Our values and beliefs color every aspect of our lives. The ways we view and use money reflect those attitudes more than many of us imaging.
Exploring and understanding our attitudes and values about money is an exercise worthy of our time. Awareness of our financial values is information we can utilize to improve our financial habits by implementing tips and ideas that are in sync with the things that really matter to us.
According to Brad Klontz, an associate professor at Kansas State University, there are four basic attitudes or “money scripts” that most people fall into: money avoidance, money worship, money status and money vigilance.
Those who avoid money may believe they don’t deserve it or fear they won’t know how to handle it. They have low incomes and net worth and tend to be younger, which may reflect their inexperience and a lack of tools and knowledge.
Those who fall into the money worship and money status camps believe more money will solve all their problems, or that the status that comes with wealth will magically make all their problems and concerns disappear. Unfortunately, that means they can easily wind up in debt, which doesn’t really solve their problems in the long run.
Those in the money vigilance group do not like to talk about their money and are highly unlikely to spend foolishly." On the downside, excessive wariness about spending can keep these people from enjoying the benefits of what money can buy.
How to Identify Your Financial Values
So how do we become more “money mindful”. Many of us spend a lifetime thinking about financial goals, hopes, and dreams. Learning how your mindset and values impact your finances can help you create a more fulfilling relationship with your money. We’ve identified five broad categories and key questions for determining your financial values.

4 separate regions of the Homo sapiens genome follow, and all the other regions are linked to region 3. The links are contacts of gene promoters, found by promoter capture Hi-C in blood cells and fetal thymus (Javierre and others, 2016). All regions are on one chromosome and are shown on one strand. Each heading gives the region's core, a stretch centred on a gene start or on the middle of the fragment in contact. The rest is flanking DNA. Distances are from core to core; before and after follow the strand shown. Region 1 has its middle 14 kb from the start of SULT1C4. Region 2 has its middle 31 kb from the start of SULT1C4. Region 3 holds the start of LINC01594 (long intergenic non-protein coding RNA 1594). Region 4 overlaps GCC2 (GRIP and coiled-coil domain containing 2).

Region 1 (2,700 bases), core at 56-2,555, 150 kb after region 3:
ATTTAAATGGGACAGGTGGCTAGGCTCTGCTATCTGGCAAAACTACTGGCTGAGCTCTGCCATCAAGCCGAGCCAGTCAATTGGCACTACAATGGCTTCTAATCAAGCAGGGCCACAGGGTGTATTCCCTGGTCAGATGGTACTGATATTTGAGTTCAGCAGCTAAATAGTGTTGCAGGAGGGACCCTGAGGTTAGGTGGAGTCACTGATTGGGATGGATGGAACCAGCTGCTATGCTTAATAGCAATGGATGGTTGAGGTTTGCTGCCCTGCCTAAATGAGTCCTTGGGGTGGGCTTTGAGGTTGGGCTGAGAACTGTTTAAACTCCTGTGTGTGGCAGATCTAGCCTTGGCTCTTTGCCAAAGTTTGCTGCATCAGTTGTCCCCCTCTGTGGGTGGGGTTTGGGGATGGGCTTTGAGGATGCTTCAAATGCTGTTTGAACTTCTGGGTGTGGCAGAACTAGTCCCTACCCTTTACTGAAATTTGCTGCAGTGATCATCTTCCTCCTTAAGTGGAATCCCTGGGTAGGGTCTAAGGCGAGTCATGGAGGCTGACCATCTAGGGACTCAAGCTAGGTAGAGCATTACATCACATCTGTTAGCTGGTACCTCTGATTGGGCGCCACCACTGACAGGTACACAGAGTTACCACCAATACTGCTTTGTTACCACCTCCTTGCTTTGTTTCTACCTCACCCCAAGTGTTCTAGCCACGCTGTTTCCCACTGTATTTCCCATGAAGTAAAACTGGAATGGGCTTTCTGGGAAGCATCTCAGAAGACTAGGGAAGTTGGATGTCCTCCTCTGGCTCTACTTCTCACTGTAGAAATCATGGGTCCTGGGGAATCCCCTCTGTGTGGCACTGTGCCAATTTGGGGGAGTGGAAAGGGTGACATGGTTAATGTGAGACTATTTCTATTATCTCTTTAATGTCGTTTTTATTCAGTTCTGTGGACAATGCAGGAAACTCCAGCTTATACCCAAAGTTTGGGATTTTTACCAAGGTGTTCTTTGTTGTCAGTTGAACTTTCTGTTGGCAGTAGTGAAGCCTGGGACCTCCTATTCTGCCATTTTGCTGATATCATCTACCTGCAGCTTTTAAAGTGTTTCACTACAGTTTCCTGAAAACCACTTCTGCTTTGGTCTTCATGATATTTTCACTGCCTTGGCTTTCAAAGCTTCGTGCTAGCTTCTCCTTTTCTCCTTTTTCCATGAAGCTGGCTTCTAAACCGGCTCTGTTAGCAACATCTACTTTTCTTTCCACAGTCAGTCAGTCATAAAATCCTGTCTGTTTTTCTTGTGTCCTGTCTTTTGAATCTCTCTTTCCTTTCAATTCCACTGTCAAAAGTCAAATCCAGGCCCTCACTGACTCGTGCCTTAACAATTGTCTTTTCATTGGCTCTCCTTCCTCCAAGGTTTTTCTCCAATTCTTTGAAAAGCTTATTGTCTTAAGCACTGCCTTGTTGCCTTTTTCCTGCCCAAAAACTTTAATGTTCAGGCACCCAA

- Achievement & Success. To what degree do you see money as a symbol of success or a measure of freedom? Are you driven by the need to achieve results?
- Order & Security. How important is it to your mental well-being to have order in your financial life? Do you need to feel in control? How much satisfaction do you gain with a sense of security or making progress?
- Relationships & Money. Do you define yourself through the responsibilities you feel toward those around you (family, friends and even strangers)?
- Self-focus & Awareness. Do you need financial independence to feel at peace? Do you intuitively feel that you must take care of yourself as a prerequisite for other decisions?
- Stress & Anxiety. How much do you worry about your financial life? Is your interaction with money plagued by frustration?
Our relationship with money is something most of us will wrestle with our entire lives. So, understanding our values and attitudes can lead to valuable insights into how to create a financial mindset that allows you to comfortable deal with even daunting financial decisions.